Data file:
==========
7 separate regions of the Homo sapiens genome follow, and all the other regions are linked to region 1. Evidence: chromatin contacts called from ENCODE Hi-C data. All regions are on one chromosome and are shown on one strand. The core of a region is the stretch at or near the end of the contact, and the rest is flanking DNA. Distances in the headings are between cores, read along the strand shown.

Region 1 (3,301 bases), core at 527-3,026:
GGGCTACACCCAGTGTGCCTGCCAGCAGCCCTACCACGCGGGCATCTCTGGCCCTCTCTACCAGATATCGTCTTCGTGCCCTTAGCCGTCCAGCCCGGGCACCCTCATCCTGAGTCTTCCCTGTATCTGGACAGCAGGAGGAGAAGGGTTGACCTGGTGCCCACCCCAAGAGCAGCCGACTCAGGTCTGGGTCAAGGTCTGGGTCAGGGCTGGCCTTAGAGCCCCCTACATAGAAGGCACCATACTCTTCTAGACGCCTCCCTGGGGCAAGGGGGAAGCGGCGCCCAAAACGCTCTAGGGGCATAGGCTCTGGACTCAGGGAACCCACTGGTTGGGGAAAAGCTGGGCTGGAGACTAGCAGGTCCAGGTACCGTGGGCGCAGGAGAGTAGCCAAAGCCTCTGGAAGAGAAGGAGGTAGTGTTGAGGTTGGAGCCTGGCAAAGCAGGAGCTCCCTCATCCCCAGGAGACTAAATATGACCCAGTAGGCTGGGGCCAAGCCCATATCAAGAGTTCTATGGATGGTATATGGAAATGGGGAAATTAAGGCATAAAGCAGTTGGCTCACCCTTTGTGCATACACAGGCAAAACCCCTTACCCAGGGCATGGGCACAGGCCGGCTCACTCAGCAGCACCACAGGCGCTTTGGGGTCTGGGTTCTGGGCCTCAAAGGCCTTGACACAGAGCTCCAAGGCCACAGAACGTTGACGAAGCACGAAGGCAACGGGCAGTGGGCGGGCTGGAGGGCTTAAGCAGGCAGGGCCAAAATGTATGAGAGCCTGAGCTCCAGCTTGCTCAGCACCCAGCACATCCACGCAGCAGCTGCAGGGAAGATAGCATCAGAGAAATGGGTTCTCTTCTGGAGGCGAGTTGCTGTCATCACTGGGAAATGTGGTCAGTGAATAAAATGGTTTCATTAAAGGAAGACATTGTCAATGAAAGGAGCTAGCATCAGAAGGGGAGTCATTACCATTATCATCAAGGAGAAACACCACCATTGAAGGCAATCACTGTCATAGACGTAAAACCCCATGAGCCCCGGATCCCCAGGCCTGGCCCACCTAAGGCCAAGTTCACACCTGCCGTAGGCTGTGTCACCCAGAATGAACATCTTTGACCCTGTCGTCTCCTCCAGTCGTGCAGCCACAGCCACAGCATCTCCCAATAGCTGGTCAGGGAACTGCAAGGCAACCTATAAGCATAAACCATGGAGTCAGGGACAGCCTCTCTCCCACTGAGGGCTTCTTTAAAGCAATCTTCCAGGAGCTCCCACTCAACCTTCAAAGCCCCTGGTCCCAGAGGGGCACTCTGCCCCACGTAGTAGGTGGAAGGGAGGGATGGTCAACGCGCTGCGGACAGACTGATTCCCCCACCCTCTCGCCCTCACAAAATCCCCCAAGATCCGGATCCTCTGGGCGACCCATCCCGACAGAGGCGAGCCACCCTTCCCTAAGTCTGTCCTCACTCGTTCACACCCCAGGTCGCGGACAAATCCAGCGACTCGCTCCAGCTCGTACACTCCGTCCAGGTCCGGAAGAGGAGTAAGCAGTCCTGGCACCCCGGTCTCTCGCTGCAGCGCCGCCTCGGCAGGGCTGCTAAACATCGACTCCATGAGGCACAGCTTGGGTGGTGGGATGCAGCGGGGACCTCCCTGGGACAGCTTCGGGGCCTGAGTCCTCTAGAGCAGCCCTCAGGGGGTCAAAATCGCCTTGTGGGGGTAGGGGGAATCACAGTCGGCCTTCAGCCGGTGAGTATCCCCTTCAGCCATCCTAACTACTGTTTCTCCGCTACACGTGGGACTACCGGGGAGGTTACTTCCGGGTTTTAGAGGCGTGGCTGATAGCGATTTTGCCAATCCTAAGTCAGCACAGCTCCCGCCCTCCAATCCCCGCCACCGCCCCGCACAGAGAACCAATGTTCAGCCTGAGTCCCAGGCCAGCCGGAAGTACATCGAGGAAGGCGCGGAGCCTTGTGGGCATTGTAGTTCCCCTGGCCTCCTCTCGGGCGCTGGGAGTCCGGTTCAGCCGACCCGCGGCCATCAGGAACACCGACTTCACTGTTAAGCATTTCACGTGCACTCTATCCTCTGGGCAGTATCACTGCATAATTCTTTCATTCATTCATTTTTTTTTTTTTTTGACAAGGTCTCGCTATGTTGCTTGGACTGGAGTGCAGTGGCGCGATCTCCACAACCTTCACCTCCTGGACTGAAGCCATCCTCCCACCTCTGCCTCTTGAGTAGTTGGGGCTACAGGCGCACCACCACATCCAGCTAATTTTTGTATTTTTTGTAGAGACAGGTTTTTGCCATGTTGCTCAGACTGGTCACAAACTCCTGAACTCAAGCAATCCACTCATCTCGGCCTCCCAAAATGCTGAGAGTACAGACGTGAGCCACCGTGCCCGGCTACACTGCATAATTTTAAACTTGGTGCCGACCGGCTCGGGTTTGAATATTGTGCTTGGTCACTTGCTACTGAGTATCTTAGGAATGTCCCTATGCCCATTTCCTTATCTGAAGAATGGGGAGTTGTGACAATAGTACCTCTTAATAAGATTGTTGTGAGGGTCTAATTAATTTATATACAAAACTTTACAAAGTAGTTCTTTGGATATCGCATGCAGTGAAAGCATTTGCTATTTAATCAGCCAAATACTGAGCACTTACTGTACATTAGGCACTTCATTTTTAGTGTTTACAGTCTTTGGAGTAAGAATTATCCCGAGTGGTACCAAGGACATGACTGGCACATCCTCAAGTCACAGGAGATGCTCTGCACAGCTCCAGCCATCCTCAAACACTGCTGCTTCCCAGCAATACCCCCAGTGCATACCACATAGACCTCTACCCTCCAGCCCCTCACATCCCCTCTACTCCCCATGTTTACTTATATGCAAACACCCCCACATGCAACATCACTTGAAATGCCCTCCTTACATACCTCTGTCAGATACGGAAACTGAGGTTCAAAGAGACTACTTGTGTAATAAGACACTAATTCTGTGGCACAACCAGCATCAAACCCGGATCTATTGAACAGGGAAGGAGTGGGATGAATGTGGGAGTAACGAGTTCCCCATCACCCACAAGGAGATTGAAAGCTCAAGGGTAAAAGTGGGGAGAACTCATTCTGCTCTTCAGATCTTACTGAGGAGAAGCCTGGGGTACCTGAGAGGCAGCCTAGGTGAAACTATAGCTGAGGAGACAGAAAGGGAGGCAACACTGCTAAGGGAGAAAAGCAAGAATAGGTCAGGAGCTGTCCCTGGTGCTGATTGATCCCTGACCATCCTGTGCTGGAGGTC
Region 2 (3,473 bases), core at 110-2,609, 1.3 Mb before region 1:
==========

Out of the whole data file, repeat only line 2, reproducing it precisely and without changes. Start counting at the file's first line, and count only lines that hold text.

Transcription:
Region 1 (3,301 bases), core at 527-3,026: